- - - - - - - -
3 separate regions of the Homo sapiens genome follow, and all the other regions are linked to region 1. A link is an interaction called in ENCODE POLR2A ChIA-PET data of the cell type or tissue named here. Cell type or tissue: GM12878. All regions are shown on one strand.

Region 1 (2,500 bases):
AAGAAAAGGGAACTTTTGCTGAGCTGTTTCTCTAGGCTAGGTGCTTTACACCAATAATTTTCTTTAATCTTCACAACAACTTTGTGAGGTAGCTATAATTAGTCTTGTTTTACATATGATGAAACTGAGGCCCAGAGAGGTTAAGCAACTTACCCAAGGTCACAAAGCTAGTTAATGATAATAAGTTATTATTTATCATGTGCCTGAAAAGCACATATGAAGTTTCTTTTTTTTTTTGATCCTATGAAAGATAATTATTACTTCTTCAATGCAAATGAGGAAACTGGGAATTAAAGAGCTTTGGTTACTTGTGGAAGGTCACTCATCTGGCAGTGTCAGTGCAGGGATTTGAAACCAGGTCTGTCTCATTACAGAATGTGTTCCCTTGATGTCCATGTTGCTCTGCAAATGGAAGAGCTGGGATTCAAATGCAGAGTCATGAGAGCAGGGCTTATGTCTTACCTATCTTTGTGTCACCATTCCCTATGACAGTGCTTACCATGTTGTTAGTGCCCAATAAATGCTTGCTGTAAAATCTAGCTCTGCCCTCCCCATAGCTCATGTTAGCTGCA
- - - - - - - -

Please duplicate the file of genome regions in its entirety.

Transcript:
3 separate regions of the Homo sapiens genome follow, and all the other regions are linked to region 1. A link is an interaction called in ENCODE POLR2A ChIA-PET data of the cell type or tissue named here. Cell type or tissue: GM12878. All regions are shown on one strand.

Region 1 (2,500 bases):
AAGAAAAGGGAACTTTTGCTGAGCTGTTTCTCTAGGCTAGGTGCTTTACACCAATAATTTTCTTTAATCTTCACAACAACTTTGTGAGGTAGCTATAATTAGTCTTGTTTTACATATGATGAAACTGAGGCCCAGAGAGGTTAAGCAACTTACCCAAGGTCACAAAGCTAGTTAATGATAATAAGTTATTATTTATCATGTGCCTGAAAAGCACATATGAAGTTTCTTTTTTTTTTTGATCCTATGAAAGATAATTATTACTTCTTCAATGCAAATGAGGAAACTGGGAATTAAAGAGCTTTGGTTACTTGTGGAAGGTCACTCATCTGGCAGTGTCAGTGCAGGGATTTGAAACCAGGTCTGTCTCATTACAGAATGTGTTCCCTTGATGTCCATGTTGCTCTGCAAATGGAAGAGCTGGGATTCAAATGCAGAGTCATGAGAGCAGGGCTTATGTCTTACCTATCTTTGTGTCACCATTCCCTATGACAGTGCTTACCATGTTGTTAGTGCCCAATAAATGCTTGCTGTAAAATCTAGCTCTGCCCTCCCCATAGCTCATGTTAGCTGCA